The new LED version of the Splitgrade unit for V35 does away with the original light source and the moveable disc and replaces both with one LED unit that consists of three LED units (blue, red, green) that can be used individually of in combinations to produce red, yellow or magenta colors. There is also an improved controller unit that is smaller, has a USB connection and a larger memory unit plus a range of improvements in handling and efficiency. See below the general layout. Note that I also use the Comfort module: very easy to use and an improvement for overall handling.
The new LED unit, replacing the original light source and the filter box. The intensity of the LED source is equal to that of the original light source (Philips 12V/75W), but the heat generation is only a fraction of the original (25%). This helps to keep the negative completely flat if you use the light for a prolonged period. There is a cooling unit that makes an audible noise, but it can be switched off when you do not use the unit for longer periods. The additional advantages are: no moving parts and more reliability, stable light source from the start, even illumination from centre to edge, light source has a life span of several thousands of hours, and the lamp house stays cool. The workflow is very simple: a longer pressure activates the white light for the measurement. The white light has a much bluer tint that the original light source, and this colder light gives a different impression of the negative. After some time you are accustomed to this.
The working steps are the same as usual: position the sensor to the negative areas where you want shadow and highlight detail and accept the proposal of the controller for gradation and time. A short pressure on the controller top-button activates the red light and now you can position the selected print paper. Exposure times are rather short and the choice of gradations has shifted a bit to the lower grades, presumably to accommodate for the quality of the LED light. The results are excellent. With the standard 1.5 minutes development time (Ilford Cooltone developer in my case) you get deep blacks (density 2.02 without any adjustments) without blocking the differentiated shadow detail. The middle grays are very finely separated with very subtle tonality. The highlights are very well differentiated and it is here that the reflection value of the silver-halide surface goes one better than the inkjet print. The density of the blacks in the inkjet print is slightly higher with 2.10, but the black areas are a bit wooden and lack the intensity of the silver-halide print. Presumably one can improve the inkjet print somewhat, but then the time investment and paper waste is much higher than in the case of the Splitgrade system whose results are hardly improvable with manual input.
The negatives used are Ilford Delta 100 developed in Spur Acurol-N (see the separate report) and printed on ADOX 310 paper (very close to the classical AGFA MC Premium). The time spent in the darkroom for ten A4 prints is about 45 minutes (excluding the time for putting out the trays with the chemicals. This period compares very favorably with the time spent in front of the computer to produce prints with the Epson 3800. In this case the digital workflow is more complicated and time consuming than the chemical one and the quality of the chemical print is second to none with the additional emotional value of handling ‘the real thing’.
The LED Splitgrade unit for the V35 facilitates the work in the darkroom and produces outstanding results. I do not have the illusion that the darkroom practice will become the prevalent method of black and white printing. If you ponder the idea of going classical with, let us propose, the Leica M6 or MP and want to follow all steps from negative development to final print, this might be the moment to step in the wonderful world of silver-halide. This experience will certainly help you to optimize your photography with the Leica M Monochrom. Basically this is a good argument for working in both worlds and enjoying the benefits and advantages of solid-state and silver-halide capture. Your photographic experience will be enriched when you are able to change comfortably from one workflow into the other. Enjoying different meals improves your taste, does it not?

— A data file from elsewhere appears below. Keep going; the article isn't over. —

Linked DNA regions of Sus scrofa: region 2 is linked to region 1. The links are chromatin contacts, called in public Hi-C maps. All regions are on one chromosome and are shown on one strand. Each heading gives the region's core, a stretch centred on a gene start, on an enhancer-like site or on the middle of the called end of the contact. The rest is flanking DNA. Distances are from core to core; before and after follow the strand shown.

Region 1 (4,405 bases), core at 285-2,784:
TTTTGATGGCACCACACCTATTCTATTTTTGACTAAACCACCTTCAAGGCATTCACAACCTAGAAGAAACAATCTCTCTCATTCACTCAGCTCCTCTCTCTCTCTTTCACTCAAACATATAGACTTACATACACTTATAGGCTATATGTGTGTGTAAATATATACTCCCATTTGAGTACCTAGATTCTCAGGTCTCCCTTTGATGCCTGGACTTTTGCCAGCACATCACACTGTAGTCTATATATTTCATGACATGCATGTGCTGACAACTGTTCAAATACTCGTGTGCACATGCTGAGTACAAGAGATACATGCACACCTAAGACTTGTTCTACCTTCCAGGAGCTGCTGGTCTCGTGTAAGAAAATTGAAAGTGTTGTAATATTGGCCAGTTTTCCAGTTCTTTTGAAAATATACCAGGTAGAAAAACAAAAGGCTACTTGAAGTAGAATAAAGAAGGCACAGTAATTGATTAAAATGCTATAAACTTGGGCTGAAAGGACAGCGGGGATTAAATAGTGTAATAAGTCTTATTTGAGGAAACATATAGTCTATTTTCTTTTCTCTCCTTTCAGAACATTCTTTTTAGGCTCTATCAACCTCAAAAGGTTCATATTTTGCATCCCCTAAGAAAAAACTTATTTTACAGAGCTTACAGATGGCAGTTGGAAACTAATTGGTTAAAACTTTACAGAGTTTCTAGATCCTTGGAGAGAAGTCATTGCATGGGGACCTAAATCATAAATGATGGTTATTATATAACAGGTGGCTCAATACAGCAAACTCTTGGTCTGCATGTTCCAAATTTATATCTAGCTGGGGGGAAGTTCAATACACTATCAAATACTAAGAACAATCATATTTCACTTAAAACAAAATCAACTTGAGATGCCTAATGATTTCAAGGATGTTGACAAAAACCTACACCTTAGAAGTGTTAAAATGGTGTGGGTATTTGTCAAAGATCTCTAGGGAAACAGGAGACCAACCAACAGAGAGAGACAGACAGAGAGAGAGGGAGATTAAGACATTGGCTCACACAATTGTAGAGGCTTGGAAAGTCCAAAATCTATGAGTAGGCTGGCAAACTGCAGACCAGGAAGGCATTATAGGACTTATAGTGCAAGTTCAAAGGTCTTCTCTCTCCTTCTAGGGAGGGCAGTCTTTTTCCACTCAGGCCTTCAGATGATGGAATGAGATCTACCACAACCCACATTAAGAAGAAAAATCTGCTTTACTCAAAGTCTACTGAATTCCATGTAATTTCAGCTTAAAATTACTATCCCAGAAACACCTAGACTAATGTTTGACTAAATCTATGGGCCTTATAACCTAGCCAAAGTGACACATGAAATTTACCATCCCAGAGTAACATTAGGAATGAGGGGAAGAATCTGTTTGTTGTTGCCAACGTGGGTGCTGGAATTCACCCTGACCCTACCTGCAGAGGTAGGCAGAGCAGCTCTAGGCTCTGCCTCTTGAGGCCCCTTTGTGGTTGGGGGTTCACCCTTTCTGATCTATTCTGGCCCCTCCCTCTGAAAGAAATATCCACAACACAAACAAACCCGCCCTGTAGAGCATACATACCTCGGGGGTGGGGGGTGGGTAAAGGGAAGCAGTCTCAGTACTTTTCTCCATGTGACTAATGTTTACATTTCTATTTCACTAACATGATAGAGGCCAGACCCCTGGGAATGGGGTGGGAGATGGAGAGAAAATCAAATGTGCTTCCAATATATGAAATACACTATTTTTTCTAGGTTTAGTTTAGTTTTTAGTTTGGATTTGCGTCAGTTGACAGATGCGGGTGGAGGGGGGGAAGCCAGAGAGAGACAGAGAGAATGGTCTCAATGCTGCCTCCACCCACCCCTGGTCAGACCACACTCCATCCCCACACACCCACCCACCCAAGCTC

It is the attitude of the day to be focused exclusively on matters digital and to look with disdain at the poor guys who have not seen the light and continue to slog away at the silver-halide technique. As in politics it makes sense to cultivate a bi-partisanship. One might even say that technical relativism is an element of a cultural sophistication that is currently lacking in the photographic world
If you already own the original Splitgrade system, you may consider an upgrade. Work in the darkroom has never been easier and more pleasant. It is easy to stick one’s head in the sand and believe that silver-halide photography will make a come-back, like the current boost in the sales of gramophone discs. I am afraid this will not happen.The promotion of the use of silver-gelatin as a photographic medium is however intimately connected to the style and culture of Leica photography, a fact that the company does not seem to appreciate anymore. It has always been my approach that the method and technique of digital capture should emulate the silver-halide processes (from negative to print with minimal post-processing). In this I am old-fashioned because I propose a theory of photography that for some prominent observers in the field is obsolete. That being so, working with film and the darkroom exposes one to an experience and branch of knowledge that is becoming a photographic heritage. The new Heiland Splitgrade System supports this photographic culture in an admirable way. The list of supported papers is up-to-date and comprehensive. The Heiland LED Cold light unit is available for a range of enlarger types and can be used also without the Splitgrade controller. See the website for details.
Below a small section of the full negative area. Just select a highlight and a shadow area. Print as it is.